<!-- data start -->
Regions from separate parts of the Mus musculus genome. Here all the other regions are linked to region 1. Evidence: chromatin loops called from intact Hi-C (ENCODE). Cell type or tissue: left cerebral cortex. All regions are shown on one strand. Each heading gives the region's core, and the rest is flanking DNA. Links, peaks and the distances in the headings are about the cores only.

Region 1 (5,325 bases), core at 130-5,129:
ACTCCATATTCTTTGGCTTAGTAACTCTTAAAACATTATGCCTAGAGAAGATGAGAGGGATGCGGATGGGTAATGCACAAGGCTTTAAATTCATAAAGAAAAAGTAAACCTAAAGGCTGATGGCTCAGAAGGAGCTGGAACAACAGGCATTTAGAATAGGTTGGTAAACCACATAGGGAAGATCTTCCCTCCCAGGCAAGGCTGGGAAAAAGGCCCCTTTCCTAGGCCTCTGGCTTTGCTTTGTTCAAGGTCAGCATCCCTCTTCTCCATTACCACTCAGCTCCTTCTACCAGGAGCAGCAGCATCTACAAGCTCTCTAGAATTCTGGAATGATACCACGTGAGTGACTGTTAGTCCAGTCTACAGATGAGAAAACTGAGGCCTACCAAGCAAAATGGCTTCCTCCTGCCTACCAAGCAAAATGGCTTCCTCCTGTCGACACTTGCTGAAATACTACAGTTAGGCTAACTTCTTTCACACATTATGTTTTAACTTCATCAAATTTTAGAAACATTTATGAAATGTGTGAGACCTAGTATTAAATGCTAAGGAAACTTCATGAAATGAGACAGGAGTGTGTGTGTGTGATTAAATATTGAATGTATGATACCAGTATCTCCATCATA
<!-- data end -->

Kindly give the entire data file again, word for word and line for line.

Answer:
Regions from separate parts of the Mus musculus genome. Here all the other regions are linked to region 1. Evidence: chromatin loops called from intact Hi-C (ENCODE). Cell type or tissue: left cerebral cortex. All regions are shown on one strand. Each heading gives the region's core, and the rest is flanking DNA. Links, peaks and the distances in the headings are about the cores only.

Region 1 (5,325 bases), core at 130-5,129:
ACTCCATATTCTTTGGCTTAGTAACTCTTAAAACATTATGCCTAGAGAAGATGAGAGGGATGCGGATGGGTAATGCACAAGGCTTTAAATTCATAAAGAAAAAGTAAACCTAAAGGCTGATGGCTCAGAAGGAGCTGGAACAACAGGCATTTAGAATAGGTTGGTAAACCACATAGGGAAGATCTTCCCTCCCAGGCAAGGCTGGGAAAAAGGCCCCTTTCCTAGGCCTCTGGCTTTGCTTTGTTCAAGGTCAGCATCCCTCTTCTCCATTACCACTCAGCTCCTTCTACCAGGAGCAGCAGCATCTACAAGCTCTCTAGAATTCTGGAATGATACCACGTGAGTGACTGTTAGTCCAGTCTACAGATGAGAAAACTGAGGCCTACCAAGCAAAATGGCTTCCTCCTGCCTACCAAGCAAAATGGCTTCCTCCTGTCGACACTTGCTGAAATACTACAGTTAGGCTAACTTCTTTCACACATTATGTTTTAACTTCATCAAATTTTAGAAACATTTATGAAATGTGTGAGACCTAGTATTAAATGCTAAGGAAACTTCATGAAATGAGACAGGAGTGTGTGTGTGTGATTAAATATTGAATGTATGATACCAGTATCTCCATCATA